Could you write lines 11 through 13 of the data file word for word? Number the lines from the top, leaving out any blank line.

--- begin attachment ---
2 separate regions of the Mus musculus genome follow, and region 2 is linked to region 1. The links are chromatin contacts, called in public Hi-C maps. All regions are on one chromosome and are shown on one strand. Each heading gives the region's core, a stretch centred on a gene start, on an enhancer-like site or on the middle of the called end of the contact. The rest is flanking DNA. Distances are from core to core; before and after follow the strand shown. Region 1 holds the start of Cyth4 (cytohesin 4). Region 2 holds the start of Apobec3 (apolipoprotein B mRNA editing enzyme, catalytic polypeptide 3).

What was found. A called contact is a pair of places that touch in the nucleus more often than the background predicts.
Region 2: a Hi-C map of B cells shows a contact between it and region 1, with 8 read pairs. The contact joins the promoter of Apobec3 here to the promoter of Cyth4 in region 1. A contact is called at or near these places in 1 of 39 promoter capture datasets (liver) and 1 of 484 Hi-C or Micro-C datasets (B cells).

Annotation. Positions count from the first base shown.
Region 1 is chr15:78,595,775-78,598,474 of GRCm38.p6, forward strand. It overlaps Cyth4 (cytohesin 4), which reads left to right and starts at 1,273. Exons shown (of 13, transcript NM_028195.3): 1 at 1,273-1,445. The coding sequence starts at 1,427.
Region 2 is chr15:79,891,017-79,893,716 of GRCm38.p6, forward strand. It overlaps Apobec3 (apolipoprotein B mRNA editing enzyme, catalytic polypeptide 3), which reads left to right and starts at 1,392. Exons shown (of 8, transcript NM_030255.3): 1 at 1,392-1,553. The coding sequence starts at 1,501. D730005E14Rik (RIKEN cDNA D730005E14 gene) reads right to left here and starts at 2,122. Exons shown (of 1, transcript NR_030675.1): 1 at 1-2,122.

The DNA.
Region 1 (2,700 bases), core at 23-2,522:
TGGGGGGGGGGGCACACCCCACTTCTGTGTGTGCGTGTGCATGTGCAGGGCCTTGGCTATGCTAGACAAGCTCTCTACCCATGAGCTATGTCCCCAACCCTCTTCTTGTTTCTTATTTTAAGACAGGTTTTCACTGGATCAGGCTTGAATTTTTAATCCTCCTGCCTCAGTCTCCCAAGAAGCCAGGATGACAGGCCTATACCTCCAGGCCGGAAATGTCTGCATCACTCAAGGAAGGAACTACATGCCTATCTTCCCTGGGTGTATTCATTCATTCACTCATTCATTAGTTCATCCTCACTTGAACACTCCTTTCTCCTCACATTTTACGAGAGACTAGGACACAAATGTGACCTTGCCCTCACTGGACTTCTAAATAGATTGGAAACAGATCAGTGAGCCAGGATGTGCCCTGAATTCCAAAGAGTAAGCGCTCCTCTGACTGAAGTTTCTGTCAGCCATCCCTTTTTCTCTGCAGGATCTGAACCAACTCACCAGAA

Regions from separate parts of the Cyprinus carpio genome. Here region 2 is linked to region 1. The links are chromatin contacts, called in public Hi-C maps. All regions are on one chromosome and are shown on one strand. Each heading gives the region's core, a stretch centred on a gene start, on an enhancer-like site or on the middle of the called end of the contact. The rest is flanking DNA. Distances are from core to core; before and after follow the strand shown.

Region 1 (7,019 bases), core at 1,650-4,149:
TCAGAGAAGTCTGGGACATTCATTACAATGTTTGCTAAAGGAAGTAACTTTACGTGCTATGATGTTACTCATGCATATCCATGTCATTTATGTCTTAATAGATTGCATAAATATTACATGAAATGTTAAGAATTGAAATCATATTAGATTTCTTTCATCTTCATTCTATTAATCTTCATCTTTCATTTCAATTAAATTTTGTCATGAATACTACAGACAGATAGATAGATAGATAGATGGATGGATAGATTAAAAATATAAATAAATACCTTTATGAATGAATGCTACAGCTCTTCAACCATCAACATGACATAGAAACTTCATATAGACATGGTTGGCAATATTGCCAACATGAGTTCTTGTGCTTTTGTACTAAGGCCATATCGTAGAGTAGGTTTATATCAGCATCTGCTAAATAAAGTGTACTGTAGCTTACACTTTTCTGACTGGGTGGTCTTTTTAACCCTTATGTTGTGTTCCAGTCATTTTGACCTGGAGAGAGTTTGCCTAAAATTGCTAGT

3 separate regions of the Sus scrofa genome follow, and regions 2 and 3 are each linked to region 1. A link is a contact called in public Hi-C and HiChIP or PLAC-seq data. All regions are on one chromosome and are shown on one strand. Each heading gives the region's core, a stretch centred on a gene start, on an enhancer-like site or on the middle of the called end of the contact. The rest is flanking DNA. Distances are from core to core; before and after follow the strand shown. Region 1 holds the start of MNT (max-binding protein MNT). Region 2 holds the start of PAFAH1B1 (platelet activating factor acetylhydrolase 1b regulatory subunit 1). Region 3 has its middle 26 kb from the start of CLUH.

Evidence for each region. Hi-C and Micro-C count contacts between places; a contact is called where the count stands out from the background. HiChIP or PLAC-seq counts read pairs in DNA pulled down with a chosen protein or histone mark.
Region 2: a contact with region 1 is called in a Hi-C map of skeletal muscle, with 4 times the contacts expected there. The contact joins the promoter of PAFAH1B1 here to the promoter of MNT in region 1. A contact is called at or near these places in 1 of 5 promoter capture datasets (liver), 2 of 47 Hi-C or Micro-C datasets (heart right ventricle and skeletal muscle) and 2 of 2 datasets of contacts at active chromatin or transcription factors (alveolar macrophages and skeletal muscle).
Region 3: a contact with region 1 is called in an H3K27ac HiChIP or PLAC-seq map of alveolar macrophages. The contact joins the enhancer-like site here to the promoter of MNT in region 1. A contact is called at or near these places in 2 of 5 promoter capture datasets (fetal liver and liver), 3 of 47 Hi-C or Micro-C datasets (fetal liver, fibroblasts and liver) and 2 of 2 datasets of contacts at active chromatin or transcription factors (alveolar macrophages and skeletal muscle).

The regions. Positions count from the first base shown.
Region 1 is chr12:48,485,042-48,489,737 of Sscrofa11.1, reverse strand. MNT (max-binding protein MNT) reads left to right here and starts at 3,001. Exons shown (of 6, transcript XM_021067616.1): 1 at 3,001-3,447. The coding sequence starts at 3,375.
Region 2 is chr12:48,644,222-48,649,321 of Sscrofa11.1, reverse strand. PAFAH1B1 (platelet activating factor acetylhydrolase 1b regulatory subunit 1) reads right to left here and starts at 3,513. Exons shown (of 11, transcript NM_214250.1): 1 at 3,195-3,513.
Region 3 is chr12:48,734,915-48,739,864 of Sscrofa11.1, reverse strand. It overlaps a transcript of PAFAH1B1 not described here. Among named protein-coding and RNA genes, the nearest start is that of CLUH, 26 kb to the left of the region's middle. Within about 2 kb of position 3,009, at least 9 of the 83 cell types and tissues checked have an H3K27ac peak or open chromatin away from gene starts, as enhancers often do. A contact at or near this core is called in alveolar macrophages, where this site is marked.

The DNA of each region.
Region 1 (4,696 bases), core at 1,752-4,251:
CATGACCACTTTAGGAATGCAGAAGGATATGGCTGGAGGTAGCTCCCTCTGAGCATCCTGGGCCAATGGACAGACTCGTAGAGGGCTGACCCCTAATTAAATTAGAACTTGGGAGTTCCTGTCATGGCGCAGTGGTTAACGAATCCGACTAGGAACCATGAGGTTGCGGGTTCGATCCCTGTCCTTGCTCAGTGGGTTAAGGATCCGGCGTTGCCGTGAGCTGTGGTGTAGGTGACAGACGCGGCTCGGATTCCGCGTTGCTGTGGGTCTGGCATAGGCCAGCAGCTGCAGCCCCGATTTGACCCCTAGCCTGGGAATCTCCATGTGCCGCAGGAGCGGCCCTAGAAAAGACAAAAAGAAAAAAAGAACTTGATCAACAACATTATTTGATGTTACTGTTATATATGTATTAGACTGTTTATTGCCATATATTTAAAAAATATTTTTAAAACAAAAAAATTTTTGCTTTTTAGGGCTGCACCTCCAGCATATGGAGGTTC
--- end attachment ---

Region 1 (7,019 bases), core at 1,650-4,149:
TCAGAGAAGTCTGGGACATTCATTACAATGTTTGCTAAAGGAAGTAACTTTACGTGCTATGATGTTACTCATGCATATCCATGTCATTTATGTCTTAATAGATTGCATAAATATTACATGAAATGTTAAGAATTGAAATCATATTAGATTTCTTTCATCTTCATTCTATTAATCTTCATCTTTCATTTCAATTAAATTTTGTCATGAATACTACAGACAGATAGATAGATAGATAGATGGATGGATAGATTAAAAATATAAATAAATACCTTTATGAATGAATGCTACAGCTCTTCAACCATCAACATGACATAGAAACTTCATATAGACATGGTTGGCAATATTGCCAACATGAGTTCTTGTGCTTTTGTACTAAGGCCATATCGTAGAGTAGGTTTATATCAGCATCTGCTAAATAAAGTGTACTGTAGCTTACACTTTTCTGACTGGGTGGTCTTTTTAACCCTTATGTTGTGTTCCAGTCATTTTGACCTGGAGAGAGTTTGCCTAAAATTGCTAGT

3 separate regions of the Sus scrofa genome follow, and regions 2 and 3 are each linked to region 1. A link is a contact called in public Hi-C and HiChIP or PLAC-seq data. All regions are on one chromosome and are shown on one strand. Each heading gives the region's core, a stretch centred on a gene start, on an enhancer-like site or on the middle of the called end of the contact. The rest is flanking DNA. Distances are from core to core; before and after follow the strand shown. Region 1 holds the start of MNT (max-binding protein MNT). Region 2 holds the start of PAFAH1B1 (platelet activating factor acetylhydrolase 1b regulatory subunit 1). Region 3 has its middle 26 kb from the start of CLUH.